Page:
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The veil, the Koran, and the Muslim women's movement

Muslim women who want equal rights are turning to Islam’s primary authority – the Koran. It’s a smart strategy.

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In Islam, a woman who chooses not to wear a head scarf in public has a strong defense: the Koran. Nowhere does Islam’s primary text mandate that she cover her head.

A Muslim woman, then, should have the freedom to cover her hair – or not. But that is not the case in a country like Saudi Arabia. The Koran also supports a woman’s right to own and inherit property, to be educated, and to choose her husband – but not all societies in the Muslim universe of 1.5 billion people recognize these rights.

The disconnect lies in the interpretation of Islam, done for centuries by men. In the interest of achieving gender equality, Muslim women activists and scholars are challenging the male interpretation. Wisely, they are using the Koran to do it.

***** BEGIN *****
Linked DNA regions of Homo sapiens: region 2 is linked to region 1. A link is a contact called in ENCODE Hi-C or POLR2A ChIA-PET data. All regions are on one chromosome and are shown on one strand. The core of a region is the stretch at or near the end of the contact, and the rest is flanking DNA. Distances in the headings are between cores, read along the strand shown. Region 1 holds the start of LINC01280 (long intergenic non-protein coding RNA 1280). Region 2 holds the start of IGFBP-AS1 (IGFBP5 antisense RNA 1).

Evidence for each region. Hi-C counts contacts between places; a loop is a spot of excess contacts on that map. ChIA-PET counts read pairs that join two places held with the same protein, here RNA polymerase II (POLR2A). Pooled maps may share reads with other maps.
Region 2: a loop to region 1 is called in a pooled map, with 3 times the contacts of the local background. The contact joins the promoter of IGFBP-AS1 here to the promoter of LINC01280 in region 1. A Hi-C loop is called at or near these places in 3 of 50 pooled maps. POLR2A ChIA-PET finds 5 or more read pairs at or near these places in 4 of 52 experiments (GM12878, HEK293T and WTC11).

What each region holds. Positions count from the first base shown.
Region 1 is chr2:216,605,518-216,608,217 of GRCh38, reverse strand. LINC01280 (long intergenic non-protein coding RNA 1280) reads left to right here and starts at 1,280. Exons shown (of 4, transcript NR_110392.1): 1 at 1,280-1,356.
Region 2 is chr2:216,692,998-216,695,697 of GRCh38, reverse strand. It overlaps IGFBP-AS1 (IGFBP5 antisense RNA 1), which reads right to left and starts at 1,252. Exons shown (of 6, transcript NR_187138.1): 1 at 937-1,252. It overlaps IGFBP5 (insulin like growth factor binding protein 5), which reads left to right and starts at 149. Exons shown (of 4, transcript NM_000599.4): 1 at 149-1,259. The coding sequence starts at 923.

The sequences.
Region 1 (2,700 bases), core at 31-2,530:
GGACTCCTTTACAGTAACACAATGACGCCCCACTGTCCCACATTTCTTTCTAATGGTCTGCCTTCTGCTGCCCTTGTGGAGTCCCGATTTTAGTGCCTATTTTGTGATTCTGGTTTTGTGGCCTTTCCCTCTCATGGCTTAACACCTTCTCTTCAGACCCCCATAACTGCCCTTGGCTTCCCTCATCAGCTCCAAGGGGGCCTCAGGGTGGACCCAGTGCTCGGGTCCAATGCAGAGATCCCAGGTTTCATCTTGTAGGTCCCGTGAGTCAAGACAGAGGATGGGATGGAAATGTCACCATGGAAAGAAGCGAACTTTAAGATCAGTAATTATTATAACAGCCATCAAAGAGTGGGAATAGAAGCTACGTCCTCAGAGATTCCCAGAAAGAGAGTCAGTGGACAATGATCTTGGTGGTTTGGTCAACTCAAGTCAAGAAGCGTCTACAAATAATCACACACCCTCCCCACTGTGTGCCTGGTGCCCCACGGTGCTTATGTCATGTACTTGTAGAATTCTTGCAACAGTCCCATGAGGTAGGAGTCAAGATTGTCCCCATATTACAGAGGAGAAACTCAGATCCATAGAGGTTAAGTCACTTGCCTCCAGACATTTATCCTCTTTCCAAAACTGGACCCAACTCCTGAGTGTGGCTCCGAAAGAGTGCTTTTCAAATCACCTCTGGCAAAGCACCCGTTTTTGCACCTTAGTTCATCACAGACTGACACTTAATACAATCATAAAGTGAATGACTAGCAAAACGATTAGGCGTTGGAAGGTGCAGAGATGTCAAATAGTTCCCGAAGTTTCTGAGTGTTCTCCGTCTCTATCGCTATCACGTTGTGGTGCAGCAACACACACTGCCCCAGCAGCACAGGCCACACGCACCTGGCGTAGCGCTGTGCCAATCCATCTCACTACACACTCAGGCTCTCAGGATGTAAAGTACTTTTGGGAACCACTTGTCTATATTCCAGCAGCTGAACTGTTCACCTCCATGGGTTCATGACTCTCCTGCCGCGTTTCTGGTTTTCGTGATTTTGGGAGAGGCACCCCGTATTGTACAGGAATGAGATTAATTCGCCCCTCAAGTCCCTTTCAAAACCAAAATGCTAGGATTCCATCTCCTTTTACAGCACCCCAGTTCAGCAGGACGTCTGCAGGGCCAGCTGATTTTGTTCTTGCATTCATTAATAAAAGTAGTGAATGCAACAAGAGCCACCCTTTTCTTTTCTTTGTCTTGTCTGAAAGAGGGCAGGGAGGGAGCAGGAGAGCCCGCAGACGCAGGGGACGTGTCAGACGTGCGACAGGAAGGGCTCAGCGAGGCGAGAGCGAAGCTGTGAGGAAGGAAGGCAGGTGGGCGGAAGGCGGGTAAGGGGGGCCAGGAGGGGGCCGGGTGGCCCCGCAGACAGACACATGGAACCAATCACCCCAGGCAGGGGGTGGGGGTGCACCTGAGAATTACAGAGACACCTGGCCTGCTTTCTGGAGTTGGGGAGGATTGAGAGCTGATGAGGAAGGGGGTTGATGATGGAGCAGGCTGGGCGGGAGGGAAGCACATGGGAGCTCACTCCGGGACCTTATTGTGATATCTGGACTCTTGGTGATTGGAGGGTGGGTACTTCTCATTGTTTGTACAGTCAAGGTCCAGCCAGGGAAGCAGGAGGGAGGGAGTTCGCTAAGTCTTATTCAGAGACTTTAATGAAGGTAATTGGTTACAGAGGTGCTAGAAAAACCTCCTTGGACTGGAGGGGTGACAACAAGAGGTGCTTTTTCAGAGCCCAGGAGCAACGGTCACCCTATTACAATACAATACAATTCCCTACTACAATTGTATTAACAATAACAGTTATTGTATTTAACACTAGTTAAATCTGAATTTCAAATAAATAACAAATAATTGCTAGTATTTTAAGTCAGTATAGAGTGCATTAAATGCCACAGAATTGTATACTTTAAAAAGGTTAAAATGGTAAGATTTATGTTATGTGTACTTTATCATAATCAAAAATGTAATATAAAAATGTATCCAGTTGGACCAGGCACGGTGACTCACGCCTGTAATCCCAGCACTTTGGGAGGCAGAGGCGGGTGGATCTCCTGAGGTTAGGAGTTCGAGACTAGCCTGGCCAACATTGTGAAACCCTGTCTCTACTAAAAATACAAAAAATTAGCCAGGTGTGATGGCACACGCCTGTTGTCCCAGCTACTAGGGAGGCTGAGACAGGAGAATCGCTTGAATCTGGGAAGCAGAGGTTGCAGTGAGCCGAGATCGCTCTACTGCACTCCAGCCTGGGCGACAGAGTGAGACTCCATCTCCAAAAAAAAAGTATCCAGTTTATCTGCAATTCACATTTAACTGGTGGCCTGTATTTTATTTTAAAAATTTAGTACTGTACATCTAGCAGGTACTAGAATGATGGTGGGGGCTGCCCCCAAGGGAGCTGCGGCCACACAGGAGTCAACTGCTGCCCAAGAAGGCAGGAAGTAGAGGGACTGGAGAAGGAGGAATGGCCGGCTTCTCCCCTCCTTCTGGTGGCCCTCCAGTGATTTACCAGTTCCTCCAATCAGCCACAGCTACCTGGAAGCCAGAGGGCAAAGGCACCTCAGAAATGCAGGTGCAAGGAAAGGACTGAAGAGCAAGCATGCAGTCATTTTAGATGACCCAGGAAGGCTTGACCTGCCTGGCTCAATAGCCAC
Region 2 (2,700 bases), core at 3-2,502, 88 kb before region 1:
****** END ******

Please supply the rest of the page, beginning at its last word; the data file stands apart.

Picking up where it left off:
Much authority in the Muslim world stems from scholarship, and so Muslim women have become Islamic scholars. Their work of the past 20 years has shed a new light of equality on texts in the Koran. They challenge, for example, the patriarchal interpretation and enforcement of the idea that males are the guardians of females and responsible for their morality.

These scholars are spreading the word in books, in conferences, and on the Internet. Grass-roots groups in Islamic countries are turning to them for guidance – and learning to use the Koran themselves to argue for greater rights.

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